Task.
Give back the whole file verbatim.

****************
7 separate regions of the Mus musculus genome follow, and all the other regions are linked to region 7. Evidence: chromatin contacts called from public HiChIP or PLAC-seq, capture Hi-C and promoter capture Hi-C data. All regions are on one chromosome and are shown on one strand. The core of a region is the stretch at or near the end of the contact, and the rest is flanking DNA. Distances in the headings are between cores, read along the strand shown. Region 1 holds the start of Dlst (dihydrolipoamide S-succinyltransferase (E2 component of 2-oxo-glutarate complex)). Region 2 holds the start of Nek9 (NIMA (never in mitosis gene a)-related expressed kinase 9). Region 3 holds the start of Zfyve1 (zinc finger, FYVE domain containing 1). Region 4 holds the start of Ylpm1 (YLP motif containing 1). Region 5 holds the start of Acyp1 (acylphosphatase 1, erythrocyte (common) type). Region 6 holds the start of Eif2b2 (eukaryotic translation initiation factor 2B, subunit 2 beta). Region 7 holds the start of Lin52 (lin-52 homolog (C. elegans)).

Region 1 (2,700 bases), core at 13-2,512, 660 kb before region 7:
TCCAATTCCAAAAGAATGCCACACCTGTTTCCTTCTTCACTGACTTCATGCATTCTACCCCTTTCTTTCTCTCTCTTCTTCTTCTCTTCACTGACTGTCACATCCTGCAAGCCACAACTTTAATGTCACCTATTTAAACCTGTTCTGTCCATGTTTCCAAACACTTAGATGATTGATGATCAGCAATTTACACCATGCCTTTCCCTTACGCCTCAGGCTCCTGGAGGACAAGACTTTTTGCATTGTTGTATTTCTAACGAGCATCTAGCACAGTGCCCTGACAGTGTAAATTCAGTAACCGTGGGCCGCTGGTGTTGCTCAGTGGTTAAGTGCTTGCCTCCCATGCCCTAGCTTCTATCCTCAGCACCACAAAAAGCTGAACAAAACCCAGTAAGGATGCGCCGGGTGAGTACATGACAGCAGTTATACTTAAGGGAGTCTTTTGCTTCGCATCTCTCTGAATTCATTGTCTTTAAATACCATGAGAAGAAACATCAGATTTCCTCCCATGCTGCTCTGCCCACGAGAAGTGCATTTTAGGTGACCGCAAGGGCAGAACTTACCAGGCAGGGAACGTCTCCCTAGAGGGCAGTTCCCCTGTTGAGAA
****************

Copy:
7 separate regions of the Mus musculus genome follow, and all the other regions are linked to region 7. Evidence: chromatin contacts called from public HiChIP or PLAC-seq, capture Hi-C and promoter capture Hi-C data. All regions are on one chromosome and are shown on one strand. The core of a region is the stretch at or near the end of the contact, and the rest is flanking DNA. Distances in the headings are between cores, read along the strand shown. Region 1 holds the start of Dlst (dihydrolipoamide S-succinyltransferase (E2 component of 2-oxo-glutarate complex)). Region 2 holds the start of Nek9 (NIMA (never in mitosis gene a)-related expressed kinase 9). Region 3 holds the start of Zfyve1 (zinc finger, FYVE domain containing 1). Region 4 holds the start of Ylpm1 (YLP motif containing 1). Region 5 holds the start of Acyp1 (acylphosphatase 1, erythrocyte (common) type). Region 6 holds the start of Eif2b2 (eukaryotic translation initiation factor 2B, subunit 2 beta). Region 7 holds the start of Lin52 (lin-52 homolog (C. elegans)).

Region 1 (2,700 bases), core at 13-2,512, 660 kb before region 7:
TCCAATTCCAAAAGAATGCCACACCTGTTTCCTTCTTCACTGACTTCATGCATTCTACCCCTTTCTTTCTCTCTCTTCTTCTTCTCTTCACTGACTGTCACATCCTGCAAGCCACAACTTTAATGTCACCTATTTAAACCTGTTCTGTCCATGTTTCCAAACACTTAGATGATTGATGATCAGCAATTTACACCATGCCTTTCCCTTACGCCTCAGGCTCCTGGAGGACAAGACTTTTTGCATTGTTGTATTTCTAACGAGCATCTAGCACAGTGCCCTGACAGTGTAAATTCAGTAACCGTGGGCCGCTGGTGTTGCTCAGTGGTTAAGTGCTTGCCTCCCATGCCCTAGCTTCTATCCTCAGCACCACAAAAAGCTGAACAAAACCCAGTAAGGATGCGCCGGGTGAGTACATGACAGCAGTTATACTTAAGGGAGTCTTTTGCTTCGCATCTCTCTGAATTCATTGTCTTTAAATACCATGAGAAGAAACATCAGATTTCCTCCCATGCTGCTCTGCCCACGAGAAGTGCATTTTAGGTGACCGCAAGGGCAGAACTTACCAGGCAGGGAACGTCTCCCTAGAGGGCAGTTCCCCTGTTGAGAA